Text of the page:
Number of statements by level of agreement
Number of statements by level of agreement and cumulatively included for consensus groups
Level of agreement for inclusion (%)
No. of statements
Cumulative level of agreement (%)
No. of statements cumulatively included
No. of statements
Cumulative level of agreement (%)
No. of statements cumulatively included
90 – 99
> = 90
> = 90
80 – 89
> = 80
> = 80
70 – 79
> = 70
> = 70
60 – 69
> = 60
> = 60
50 – 59
> = 50
> = 50
“Setting the bar”
The bar was set at the same level for both groups and a statement was included if either (or both) group included it at or above the level of the bar. If the bar was set at 100% then 11 statements would be included. If the bar was lowered to 90% then a further 14 statements would be included in the model OA consultation resulting in 25 tasks in total. Lowering the bar to 80% would add an additional five statements resulting in 30 tasks being included in the model OA consultation.
From this analysis, it was felt that if the bar was set at 100% fewer tasks (11 tasks) than could be comfortably undertaken in a 10-minute consultation would be included, but setting it at 90% a realistically do-able number of tasks (25 tasks) would be included. Lowering the bar further would increase the number of tasks to be included and would result in more tasks being included than could realistically be undertaken in 10 minutes. For this reason it was decided to set the bar at 90% - a high level of agreement at which the number of tasks included could be realistically undertaken in a 10-minute consultation.
Statements for inclusion in the model OA consultation
No. (%) GP Group would include (n = 15)
No. (%) Patient Group would include (n = 14)
Encourages the patient to give a full account of the problem(s), including the reason for coming today
Finds out how long the patient has had the knee problem for and whether the problem comes and goes
Asks specific questions about the amount and type of any pain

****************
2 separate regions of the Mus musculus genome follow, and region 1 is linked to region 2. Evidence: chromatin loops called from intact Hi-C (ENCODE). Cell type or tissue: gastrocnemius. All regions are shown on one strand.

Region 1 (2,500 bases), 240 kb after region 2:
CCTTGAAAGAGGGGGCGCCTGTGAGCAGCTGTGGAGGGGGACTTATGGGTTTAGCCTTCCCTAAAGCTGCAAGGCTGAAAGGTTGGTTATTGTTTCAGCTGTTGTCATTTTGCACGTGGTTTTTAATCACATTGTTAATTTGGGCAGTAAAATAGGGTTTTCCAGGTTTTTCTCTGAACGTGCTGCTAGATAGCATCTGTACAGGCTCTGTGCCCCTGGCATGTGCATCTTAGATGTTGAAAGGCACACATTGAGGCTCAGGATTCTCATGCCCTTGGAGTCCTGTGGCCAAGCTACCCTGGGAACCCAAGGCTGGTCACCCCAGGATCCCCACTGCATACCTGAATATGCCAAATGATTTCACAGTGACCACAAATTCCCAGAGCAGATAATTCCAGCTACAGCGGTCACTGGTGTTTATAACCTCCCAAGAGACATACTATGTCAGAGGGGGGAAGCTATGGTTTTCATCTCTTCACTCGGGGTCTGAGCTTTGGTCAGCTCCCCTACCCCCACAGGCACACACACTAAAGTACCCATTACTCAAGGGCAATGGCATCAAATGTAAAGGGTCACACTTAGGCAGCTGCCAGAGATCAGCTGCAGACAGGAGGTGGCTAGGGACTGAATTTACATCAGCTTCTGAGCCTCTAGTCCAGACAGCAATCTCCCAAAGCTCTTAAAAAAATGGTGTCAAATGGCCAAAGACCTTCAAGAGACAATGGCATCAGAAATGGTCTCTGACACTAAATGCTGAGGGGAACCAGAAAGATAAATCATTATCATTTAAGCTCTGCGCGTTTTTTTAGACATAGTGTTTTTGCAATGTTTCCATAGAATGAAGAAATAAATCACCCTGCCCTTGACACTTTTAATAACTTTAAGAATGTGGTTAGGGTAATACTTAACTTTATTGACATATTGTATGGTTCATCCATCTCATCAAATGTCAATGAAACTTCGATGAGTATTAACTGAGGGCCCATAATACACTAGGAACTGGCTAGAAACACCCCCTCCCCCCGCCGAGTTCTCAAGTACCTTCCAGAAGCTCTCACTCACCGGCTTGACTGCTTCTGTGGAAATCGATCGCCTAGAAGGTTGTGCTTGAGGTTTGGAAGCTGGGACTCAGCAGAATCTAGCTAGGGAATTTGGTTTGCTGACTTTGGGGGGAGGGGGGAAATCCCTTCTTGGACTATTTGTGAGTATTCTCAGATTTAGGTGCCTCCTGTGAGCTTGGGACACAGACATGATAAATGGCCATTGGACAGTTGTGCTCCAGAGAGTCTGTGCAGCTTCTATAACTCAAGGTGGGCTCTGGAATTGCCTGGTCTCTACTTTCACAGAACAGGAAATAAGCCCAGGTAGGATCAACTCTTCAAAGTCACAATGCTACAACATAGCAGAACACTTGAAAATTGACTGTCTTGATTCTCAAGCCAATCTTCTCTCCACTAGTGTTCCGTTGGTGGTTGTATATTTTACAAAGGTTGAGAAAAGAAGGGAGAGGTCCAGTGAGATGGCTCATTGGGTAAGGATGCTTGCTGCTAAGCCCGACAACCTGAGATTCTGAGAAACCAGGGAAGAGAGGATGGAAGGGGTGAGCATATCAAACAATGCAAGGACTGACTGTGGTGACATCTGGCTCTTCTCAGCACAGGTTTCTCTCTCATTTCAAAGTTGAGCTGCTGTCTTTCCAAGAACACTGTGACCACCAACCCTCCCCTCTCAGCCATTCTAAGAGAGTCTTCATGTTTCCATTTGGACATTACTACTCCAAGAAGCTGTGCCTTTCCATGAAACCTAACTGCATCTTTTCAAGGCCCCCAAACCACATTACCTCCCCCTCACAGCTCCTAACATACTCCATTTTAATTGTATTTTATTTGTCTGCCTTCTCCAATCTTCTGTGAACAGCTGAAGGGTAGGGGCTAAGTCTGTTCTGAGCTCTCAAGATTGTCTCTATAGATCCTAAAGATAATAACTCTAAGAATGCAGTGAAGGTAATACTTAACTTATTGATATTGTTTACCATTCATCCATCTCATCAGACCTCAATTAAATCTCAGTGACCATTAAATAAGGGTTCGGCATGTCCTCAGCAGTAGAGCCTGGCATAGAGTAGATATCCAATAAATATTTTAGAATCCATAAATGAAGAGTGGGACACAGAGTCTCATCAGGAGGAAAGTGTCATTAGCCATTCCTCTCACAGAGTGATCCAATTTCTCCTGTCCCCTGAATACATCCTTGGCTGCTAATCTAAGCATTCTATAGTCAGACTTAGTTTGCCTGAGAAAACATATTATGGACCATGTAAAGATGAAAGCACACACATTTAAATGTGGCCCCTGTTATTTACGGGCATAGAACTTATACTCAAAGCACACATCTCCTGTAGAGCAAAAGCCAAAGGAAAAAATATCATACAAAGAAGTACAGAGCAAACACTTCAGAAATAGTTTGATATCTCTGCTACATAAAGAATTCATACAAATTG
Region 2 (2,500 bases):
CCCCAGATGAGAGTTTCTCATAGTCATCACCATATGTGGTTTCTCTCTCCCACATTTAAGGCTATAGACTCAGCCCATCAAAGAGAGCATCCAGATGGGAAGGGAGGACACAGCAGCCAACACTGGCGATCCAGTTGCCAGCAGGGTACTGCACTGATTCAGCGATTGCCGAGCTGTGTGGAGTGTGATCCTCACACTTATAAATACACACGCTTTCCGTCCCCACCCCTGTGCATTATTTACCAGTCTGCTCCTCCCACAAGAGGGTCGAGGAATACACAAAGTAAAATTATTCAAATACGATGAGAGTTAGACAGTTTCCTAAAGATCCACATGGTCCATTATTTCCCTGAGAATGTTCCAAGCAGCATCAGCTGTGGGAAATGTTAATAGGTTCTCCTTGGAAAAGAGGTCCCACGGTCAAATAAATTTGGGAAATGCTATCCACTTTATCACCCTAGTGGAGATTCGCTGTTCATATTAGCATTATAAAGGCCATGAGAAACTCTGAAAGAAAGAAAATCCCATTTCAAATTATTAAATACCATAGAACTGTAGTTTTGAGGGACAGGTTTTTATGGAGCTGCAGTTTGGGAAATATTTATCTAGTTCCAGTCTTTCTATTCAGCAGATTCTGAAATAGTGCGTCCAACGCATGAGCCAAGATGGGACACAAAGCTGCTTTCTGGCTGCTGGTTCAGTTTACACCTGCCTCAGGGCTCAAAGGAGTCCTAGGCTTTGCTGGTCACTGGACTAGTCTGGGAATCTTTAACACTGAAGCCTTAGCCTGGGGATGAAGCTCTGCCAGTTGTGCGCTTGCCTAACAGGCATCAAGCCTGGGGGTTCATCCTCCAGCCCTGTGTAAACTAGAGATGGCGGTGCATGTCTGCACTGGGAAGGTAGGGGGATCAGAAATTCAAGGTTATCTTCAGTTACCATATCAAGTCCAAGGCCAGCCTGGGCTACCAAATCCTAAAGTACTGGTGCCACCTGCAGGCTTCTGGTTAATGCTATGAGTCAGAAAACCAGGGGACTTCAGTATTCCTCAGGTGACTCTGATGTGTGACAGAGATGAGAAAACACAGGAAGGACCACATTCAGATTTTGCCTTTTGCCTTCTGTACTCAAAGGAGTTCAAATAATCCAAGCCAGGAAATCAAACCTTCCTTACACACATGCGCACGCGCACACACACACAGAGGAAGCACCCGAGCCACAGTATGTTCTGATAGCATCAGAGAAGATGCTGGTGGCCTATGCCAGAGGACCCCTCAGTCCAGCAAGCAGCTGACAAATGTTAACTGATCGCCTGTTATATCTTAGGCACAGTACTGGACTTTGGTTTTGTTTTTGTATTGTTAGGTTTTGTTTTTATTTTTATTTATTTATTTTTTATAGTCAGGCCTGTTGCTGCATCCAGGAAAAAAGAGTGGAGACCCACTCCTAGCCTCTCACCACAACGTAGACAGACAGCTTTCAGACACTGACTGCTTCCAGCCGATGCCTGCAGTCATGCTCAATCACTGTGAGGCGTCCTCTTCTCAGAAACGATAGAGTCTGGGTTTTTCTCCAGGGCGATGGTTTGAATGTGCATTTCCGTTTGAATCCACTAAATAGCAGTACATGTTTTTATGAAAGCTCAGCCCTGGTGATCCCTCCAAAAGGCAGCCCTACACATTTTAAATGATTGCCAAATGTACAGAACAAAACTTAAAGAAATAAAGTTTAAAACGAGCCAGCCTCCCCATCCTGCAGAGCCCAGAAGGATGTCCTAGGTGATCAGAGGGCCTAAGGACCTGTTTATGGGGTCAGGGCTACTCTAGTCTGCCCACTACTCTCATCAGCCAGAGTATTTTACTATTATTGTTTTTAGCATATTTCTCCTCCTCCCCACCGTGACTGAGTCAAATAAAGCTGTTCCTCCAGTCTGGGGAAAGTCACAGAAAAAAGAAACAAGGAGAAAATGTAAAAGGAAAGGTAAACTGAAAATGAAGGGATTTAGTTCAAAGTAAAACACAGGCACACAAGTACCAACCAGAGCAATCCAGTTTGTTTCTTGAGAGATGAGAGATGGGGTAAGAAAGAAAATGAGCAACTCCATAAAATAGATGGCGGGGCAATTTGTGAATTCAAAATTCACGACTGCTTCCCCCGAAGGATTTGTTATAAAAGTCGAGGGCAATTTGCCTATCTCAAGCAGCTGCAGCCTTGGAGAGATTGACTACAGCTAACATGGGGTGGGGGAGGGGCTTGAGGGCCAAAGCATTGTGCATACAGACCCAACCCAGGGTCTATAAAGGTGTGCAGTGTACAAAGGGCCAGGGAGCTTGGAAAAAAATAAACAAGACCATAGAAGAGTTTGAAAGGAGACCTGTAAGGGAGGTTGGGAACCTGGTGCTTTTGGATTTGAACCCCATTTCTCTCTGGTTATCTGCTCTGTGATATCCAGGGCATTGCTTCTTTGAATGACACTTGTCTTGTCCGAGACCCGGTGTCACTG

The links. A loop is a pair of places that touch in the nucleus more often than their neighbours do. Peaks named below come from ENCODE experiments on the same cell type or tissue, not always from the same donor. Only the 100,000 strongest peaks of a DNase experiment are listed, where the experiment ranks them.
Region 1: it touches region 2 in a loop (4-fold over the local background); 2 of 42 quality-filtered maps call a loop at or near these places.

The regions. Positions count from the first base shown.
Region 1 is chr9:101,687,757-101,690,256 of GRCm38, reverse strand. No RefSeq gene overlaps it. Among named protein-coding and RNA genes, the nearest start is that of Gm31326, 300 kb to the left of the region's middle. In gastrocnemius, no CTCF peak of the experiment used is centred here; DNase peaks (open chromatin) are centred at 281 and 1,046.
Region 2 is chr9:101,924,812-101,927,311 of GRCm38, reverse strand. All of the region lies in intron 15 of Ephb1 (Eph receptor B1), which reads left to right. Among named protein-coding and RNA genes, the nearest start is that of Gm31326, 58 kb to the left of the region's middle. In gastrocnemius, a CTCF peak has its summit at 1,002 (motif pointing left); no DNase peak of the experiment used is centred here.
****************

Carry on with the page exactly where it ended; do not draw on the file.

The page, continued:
Asks about other knee symptoms such as stiffness, locking and giving way
Asks about problems with mobility, such as walking, going up and down stairs, and getting in and out of a chair
Asks if, and how, the knee problem affects activities such as work, hobbies, sports and general leisure activities
Asks about previous problems with the knee, knee operations, knee injections
Asks about problems with other joints, especially the other knee and the hips
Asks about the patient’s ideas, concerns, fears and feelings about the problem
Asks if the patient has tried anything to help the problem, and if yes, what/how used/how effective
Checks if there is anything in the patient’s story to suggest a fracture, cancer, inflammatory or septic arthritis
Examines the knee joint and surrounding tissues
Informs the patient that the most likely reason for the problem is osteoarthritis and explains the reason(s) for coming to this diagnosis
Gives a brief explanation of osteoarthritis
Asks if the patient has any unanswered questions
Hands the guidebook to the patient with the advice to read it
Encourages the patient to consider the use of “NICE core treatments”, increased physical activity/muscle strengthening exercises/dietary changes to lose weight, if needed
Emphasises, when relevant, the benefit of losing weight: that if weight is lost then the pain reduces
Emphasises, when relevant, the benefit of exercise in helping to lose weight in addition to the benefits for osteoarthritis
Enquires about the patient’s need for painkillers
Recommends the use of paracetamol and/or topical NSAIDs (creams or ointments) before the use of other painkillers
Summarises the management plan and re-checks that it is acceptable to the patient
Advises the patient to make a follow up appointment with the specially trained healthcare professional
Uses free-text to record the consultation in the paper/electronic records
In addition to statement above records coded data on the; i) diagnosis and ii) main elements of the consultation, such as the level of pain, the BMI and advice to exercise
Statements excluded from the model OA consultation
No. (%) GP group would include (n = 15)
No. (%) Patient group would include (n = 14)
Assesses the degree of pain using a formal measure, such as rating the pain on a scale from 0 to 10